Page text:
As we draw towards the holiday season, perhaps we should take a look at our customer care and some of the good decisions and some of the bad that we may have made during the past year. While not attributed to any specific business or person, these cases may help all of us make the New Year a more rewarding one for everyone.
Who thought that it was a good decision to broadcast how wonderful customer service can be and then not follow the example given? If we tell everyone how great our customer service is, we should at least acknowledge our own faults and mistakes. If we proclaim how sanitary and safe our facilities are, we cannot then avoid criticism about additional problems that our customers may have. We could at least help them recover their status as it was before they suffered at our hands.
Who sold all these businesses on the voice mail greeting: “Your call is very important to us”? Hearing it multiple times each day gets really irritating and only means that we will be on hold for far longer than we should be. If we really record calls as we claim to do, we would know how irritating some of our customer service conversations may be or how happy our customers are to sit on hold for more than 5 minutes.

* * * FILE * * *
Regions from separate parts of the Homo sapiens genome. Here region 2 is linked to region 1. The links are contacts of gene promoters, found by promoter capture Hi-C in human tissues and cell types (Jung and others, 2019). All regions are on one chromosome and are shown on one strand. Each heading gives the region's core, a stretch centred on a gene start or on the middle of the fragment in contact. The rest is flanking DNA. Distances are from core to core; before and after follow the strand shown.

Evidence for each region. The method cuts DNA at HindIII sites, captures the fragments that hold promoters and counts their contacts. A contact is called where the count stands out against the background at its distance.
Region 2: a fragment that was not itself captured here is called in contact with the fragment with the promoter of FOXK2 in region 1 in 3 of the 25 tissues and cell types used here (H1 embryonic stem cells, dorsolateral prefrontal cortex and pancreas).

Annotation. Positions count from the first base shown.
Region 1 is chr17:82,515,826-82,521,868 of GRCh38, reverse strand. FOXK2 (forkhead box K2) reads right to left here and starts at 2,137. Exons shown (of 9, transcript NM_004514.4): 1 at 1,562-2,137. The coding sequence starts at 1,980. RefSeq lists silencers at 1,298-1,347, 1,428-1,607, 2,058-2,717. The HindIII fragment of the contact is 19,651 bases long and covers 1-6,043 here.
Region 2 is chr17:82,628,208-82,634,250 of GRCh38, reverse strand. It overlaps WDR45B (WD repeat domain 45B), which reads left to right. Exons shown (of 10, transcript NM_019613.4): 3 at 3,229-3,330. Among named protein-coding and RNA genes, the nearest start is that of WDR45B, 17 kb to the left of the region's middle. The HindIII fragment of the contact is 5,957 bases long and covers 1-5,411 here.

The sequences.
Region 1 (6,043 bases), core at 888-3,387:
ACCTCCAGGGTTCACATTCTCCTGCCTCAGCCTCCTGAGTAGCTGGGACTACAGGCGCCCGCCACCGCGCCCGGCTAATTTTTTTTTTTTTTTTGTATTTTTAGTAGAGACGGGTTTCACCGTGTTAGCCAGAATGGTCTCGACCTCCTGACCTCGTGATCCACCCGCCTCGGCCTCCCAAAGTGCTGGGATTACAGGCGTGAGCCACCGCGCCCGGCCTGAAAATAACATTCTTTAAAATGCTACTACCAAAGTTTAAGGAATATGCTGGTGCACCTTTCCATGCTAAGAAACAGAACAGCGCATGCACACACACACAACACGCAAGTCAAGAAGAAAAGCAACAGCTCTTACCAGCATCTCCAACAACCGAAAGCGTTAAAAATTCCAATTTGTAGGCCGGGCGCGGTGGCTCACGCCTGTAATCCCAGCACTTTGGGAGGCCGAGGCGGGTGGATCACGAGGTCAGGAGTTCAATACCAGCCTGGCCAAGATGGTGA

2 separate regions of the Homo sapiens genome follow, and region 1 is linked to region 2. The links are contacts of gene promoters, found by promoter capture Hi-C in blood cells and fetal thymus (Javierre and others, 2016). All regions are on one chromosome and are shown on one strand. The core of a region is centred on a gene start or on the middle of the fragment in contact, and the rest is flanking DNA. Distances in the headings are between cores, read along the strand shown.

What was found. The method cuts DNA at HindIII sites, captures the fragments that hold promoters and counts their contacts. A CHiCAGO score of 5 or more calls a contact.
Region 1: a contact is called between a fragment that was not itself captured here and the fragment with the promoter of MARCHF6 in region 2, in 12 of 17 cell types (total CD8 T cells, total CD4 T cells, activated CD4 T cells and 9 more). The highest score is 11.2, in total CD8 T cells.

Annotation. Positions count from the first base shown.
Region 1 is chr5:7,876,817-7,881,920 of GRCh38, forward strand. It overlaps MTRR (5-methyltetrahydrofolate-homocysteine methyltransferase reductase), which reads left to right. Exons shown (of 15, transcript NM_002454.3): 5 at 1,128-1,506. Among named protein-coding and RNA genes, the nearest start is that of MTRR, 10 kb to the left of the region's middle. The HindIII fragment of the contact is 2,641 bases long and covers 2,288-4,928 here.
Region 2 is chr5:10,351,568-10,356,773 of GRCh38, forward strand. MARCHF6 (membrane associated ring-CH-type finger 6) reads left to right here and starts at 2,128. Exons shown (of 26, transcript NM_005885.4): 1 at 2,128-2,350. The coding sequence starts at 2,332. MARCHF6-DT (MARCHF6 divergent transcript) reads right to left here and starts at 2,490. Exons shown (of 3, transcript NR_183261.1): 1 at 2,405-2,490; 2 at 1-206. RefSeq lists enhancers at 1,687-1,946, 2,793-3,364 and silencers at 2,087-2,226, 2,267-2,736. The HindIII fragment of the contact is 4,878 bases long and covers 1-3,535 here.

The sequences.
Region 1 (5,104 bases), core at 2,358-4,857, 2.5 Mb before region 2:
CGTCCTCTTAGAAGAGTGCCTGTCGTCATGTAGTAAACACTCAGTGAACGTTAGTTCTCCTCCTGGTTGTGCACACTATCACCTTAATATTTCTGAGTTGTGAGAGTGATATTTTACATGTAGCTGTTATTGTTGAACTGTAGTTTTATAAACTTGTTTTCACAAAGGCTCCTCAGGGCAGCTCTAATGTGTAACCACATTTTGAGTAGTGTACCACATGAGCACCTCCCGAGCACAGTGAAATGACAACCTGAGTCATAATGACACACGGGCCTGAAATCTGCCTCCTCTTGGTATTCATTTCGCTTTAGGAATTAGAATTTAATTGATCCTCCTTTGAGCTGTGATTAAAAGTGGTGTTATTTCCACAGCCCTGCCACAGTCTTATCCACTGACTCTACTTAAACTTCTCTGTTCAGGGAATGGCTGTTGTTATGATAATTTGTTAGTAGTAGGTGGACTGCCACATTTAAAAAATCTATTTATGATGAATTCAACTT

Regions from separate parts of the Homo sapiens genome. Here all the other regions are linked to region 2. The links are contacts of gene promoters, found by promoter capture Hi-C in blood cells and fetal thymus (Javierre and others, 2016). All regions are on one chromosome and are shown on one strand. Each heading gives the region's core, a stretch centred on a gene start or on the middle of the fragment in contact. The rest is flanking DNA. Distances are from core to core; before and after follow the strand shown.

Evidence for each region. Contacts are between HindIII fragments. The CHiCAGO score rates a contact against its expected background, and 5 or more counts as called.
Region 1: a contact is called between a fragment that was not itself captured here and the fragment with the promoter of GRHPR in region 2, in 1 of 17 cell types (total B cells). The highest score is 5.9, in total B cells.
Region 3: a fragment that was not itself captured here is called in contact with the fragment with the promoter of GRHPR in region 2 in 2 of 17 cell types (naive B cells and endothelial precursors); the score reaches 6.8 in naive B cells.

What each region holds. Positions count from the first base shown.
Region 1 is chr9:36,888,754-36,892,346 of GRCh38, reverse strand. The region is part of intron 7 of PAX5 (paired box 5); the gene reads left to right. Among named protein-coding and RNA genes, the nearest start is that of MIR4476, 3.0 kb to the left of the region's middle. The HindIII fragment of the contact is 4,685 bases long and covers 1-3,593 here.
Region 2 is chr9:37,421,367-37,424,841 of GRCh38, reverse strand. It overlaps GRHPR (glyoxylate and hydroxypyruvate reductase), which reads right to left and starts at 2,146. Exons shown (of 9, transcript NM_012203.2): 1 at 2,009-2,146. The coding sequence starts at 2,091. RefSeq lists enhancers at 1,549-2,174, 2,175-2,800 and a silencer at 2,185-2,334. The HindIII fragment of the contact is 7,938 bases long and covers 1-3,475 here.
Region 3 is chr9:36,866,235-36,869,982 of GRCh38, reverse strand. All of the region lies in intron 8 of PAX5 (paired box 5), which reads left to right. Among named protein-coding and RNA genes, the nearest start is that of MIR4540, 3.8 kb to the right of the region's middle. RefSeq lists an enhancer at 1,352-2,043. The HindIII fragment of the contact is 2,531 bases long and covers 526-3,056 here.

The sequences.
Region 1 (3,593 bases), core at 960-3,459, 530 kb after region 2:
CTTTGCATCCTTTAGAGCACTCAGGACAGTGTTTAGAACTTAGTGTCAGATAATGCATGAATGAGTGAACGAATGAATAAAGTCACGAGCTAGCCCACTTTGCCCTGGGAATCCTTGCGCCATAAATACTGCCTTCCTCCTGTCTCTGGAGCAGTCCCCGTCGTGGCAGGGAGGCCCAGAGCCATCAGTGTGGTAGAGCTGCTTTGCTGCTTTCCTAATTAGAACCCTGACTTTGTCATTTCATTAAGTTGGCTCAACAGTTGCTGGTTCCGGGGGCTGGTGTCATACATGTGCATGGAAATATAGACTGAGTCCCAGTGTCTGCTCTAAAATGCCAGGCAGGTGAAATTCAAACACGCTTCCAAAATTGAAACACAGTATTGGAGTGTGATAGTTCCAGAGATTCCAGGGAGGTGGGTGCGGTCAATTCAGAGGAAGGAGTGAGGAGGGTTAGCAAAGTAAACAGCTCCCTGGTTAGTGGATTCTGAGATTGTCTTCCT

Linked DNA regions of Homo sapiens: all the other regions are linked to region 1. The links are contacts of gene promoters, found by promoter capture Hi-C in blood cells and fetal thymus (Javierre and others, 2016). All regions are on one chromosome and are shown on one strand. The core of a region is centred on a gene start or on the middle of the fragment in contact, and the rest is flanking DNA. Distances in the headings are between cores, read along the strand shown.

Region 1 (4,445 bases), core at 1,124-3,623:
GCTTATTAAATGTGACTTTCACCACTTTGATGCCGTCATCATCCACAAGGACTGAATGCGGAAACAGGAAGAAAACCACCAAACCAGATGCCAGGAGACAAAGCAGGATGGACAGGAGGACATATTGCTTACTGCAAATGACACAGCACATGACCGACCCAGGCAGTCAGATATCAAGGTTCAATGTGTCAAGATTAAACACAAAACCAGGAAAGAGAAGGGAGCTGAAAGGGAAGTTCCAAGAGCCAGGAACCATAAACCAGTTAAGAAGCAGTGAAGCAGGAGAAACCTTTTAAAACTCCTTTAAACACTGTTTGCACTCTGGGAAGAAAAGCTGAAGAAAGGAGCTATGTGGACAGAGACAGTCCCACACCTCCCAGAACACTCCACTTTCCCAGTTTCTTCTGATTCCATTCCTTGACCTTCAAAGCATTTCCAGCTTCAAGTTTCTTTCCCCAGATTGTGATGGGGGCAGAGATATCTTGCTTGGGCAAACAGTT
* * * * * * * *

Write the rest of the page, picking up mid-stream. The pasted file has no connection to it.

“We are experiencing busier than normal customer service call volumes” is not an acceptable excuse for long waits on hold. Either hire enough people to solve the problem calls for customers or prevent the problems from happening in the first place. In addition, training customer service representatives before they take calls might be a great idea to build customer loyalty.
How many people can we say “thank you” to in one day? We should try to do so each and every day. Sure beats what we are currently doing, doesn’t cost us much, and might even make us happier. In addition, how about starting a conversation with a total stranger the next time we have a spare moment in a coffee shop or business. Treating receptionists like we don’t have time for them does not work as well for us as being nice instead.
My friend, Jon Turino always has time to chat with others, give them advice and encouragement, and discuss what they are doing versus what they should do in their business. His knowledge and help are invaluable, but not everyone will seek him out and spend some time with him. If we have mentor type people in our circle, we should always make time to ask them about what they need and how we can assist them. It is only common courtesy. Thank you Jon for caring about everyone.
When we meet new potential networking partners, ask them what they do, how they do it, and what they need. Otherwise we cannot introduce anyone to them that may be a good fit for either person. Next time we sit down to chat with anyone, see who can ask the other person the most questions about themselves. It would be rewarding and fun.